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By Missy Ryan
WASHINGTON (Reuters) - The Obama administration is considering ways to ensure future financial assistance for Afghanistan after U.S. lawmakers halved development aid to the country.
In a massive spending bill signed into law on Friday by President Barack Obama, lawmakers provided $1.12 billion to Afghanistan for fiscal 2014 for overall civilian assistance, a 50 percent reduction from the previous fiscal year. It was still unclear, however, how much aid the country would actually receive for 2014.
U.S. officials said they were looking at the details of the bill, and would also explore if they could use unspent money from the previous year or from elsewhere in the budget to increase the amount of funding for Afghanistan.
"While overall levels for the major civilian assistance accounts have been reduced, the bill itself does not include any specific cap for Afghanistan," an official at the U.S. Agency for International Development (USAID) said on condition of anonymity.
"Over the next few months, we will finalize bilateral assistance totals for the fiscal year," using a summary that accompanied the legislation as a guide, the official said.
The summary also suggests that USAID and the State Department could supplement the $1.12 billion with unspent funds from fiscal 2013, but it was not immediately clear how much flexibility that might give them.
"While everyone was expecting a cut, no one was expecting it to be 50 percent. That sets a dangerous precedent that might be hard to reverse in coming years," said Andrew Wilder, who directs Afghanistan and Pakistan programs at the U.S. Institute of Peace and spent years working in the region.
USAID, which along with the State Department administers development and assistance programs overseas, had asked for $1.67 billion for Afghanistan in the administration's budget request for fiscal 2014. The overall aid request for fiscal 2014 for Afghanistan was $2.19 billion, according to U.S. officials.
A major cut in U.S. assistance could endanger plans to continue health, education, farming and other aid programs in the desperately poor country. It could also stoke uncertainty as the United States and other NATO countries move to end their long war in Afghanistan, and as Washington seeks an agreement that would permit some U.S. forces to stay there beyond 2014.
The reduction sends a signal to other donor nations, which gathered in Tokyo in 2012 to announce their intentions to provide aid to Afghanistan for years to come. While the United States did not pledge a specific amount for future aid, it promised to seek aid near current levels of just over $2 billion at least through 2015.
Wilder said the administration may not be able to provide much more than the $1.12 billion that lawmakers earmarked for Afghanistan, at least in part because levels of global civilian aid have already been set. "I think (the administration) might be trying to put a brave face on things because they don't want to alarm Afghans," Wilder said.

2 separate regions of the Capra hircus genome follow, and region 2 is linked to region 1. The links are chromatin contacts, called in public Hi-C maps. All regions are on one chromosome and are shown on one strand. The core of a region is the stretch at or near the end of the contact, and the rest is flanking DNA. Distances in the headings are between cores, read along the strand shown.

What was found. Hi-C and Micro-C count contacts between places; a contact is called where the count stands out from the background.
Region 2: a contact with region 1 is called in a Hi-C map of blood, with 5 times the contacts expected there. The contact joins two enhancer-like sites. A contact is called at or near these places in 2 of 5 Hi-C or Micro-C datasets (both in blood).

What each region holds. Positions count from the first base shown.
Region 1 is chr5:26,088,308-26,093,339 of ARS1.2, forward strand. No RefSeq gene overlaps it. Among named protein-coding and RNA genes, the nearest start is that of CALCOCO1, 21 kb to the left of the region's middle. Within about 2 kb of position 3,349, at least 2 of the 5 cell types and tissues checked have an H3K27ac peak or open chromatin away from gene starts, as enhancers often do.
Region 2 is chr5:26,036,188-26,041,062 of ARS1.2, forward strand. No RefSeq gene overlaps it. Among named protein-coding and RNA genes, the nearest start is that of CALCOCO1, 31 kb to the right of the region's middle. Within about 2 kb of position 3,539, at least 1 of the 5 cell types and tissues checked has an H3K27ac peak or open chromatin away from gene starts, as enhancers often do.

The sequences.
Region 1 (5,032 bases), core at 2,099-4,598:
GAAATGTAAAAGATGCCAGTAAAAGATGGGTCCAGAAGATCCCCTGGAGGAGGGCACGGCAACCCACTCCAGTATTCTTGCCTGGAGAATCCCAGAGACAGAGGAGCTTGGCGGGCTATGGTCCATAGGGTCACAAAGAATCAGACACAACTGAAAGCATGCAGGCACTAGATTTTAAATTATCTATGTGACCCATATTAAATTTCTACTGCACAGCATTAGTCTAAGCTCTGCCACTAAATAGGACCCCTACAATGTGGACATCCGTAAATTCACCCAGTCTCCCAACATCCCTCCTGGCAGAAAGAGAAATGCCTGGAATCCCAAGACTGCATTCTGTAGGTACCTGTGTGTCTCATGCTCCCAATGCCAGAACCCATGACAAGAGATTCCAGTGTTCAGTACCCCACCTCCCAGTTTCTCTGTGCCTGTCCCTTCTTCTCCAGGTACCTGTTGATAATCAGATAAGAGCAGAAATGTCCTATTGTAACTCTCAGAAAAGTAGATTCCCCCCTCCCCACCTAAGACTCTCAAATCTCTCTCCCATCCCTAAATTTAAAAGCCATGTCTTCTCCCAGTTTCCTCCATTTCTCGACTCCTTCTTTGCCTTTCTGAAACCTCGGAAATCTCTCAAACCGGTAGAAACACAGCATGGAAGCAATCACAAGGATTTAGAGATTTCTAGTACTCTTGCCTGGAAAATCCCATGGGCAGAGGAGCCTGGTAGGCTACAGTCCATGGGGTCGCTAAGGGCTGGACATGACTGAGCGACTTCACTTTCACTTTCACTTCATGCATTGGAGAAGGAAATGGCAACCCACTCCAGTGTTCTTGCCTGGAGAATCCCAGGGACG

The sharp reduction in aid reflects frustration in Congress with State and USAID's management of assistance to Afghanistan, and with the Afghan government itself. Aid programs have been plagued by reports of waste and fraud since 2001.
Administration officials have been unusually candid in voicing their frustration with Afghan President Hamid Karzai, who has refused to sign a bilateral agreement that would enable the United States to keep a modest force in Afghanistan beyond this year, even after Afghan elders approved the deal.
"U.S. policymakers should be careful not to punish the Afghan people, or undermine U.S. strategic interests in Afghanistan, based on their frustrations with an Afghan president who should be stepping down following presidential elections in less than three months," Wilder said.
National elections in April could bring Afghanistan a new leader for the first time since 2001.
U.S. lawmakers have expressed concern that oversight of U.S. assistance would become even more difficult as troops withdraw, and if security further deteriorates.
In the same bill, in response to those concerns, lawmakers provided funding for the inspector general offices at State and USAID and for the office of the Special Inspector General for Afghanistan (SIGAR) at the level requested by the administration.
The inspector general offices at the State Department and USAID and SIGAR conduct reviews of U.S.-funded programs overseas, with the goal of ensuring U.S. taxpayers' money is not misspent.
(Reporting by Missy Ryan; Editing by Toni Reinhold)